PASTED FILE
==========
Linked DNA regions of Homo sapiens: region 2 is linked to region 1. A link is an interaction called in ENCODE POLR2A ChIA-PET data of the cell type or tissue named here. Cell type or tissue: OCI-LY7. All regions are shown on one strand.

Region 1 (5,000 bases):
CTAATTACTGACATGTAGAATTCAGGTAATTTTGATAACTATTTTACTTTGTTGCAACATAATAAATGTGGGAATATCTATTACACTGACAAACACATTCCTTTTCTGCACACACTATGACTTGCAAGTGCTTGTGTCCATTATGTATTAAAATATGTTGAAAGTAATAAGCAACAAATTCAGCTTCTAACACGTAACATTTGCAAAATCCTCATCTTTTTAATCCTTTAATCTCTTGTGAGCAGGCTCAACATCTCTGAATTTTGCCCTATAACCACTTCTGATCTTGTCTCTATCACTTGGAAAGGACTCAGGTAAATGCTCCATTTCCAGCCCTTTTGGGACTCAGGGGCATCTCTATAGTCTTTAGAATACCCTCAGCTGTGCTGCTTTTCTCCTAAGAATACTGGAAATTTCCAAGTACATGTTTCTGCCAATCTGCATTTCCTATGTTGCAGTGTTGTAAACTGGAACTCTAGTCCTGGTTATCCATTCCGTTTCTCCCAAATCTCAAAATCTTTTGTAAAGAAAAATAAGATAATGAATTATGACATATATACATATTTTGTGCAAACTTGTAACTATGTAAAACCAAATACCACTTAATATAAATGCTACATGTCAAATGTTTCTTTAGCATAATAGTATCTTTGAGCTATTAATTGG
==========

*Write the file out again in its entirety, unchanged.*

Linked DNA regions of Homo sapiens: region 2 is linked to region 1. A link is an interaction called in ENCODE POLR2A ChIA-PET data of the cell type or tissue named here. Cell type or tissue: OCI-LY7. All regions are shown on one strand.

Region 1 (5,000 bases):
CTAATTACTGACATGTAGAATTCAGGTAATTTTGATAACTATTTTACTTTGTTGCAACATAATAAATGTGGGAATATCTATTACACTGACAAACACATTCCTTTTCTGCACACACTATGACTTGCAAGTGCTTGTGTCCATTATGTATTAAAATATGTTGAAAGTAATAAGCAACAAATTCAGCTTCTAACACGTAACATTTGCAAAATCCTCATCTTTTTAATCCTTTAATCTCTTGTGAGCAGGCTCAACATCTCTGAATTTTGCCCTATAACCACTTCTGATCTTGTCTCTATCACTTGGAAAGGACTCAGGTAAATGCTCCATTTCCAGCCCTTTTGGGACTCAGGGGCATCTCTATAGTCTTTAGAATACCCTCAGCTGTGCTGCTTTTCTCCTAAGAATACTGGAAATTTCCAAGTACATGTTTCTGCCAATCTGCATTTCCTATGTTGCAGTGTTGTAAACTGGAACTCTAGTCCTGGTTATCCATTCCGTTTCTCCCAAATCTCAAAATCTTTTGTAAAGAAAAATAAGATAATGAATTATGACATATATACATATTTTGTGCAAACTTGTAACTATGTAAAACCAAATACCACTTAATATAAATGCTACATGTCAAATGTTTCTTTAGCATAATAGTATCTTTGAGCTATTAATTGG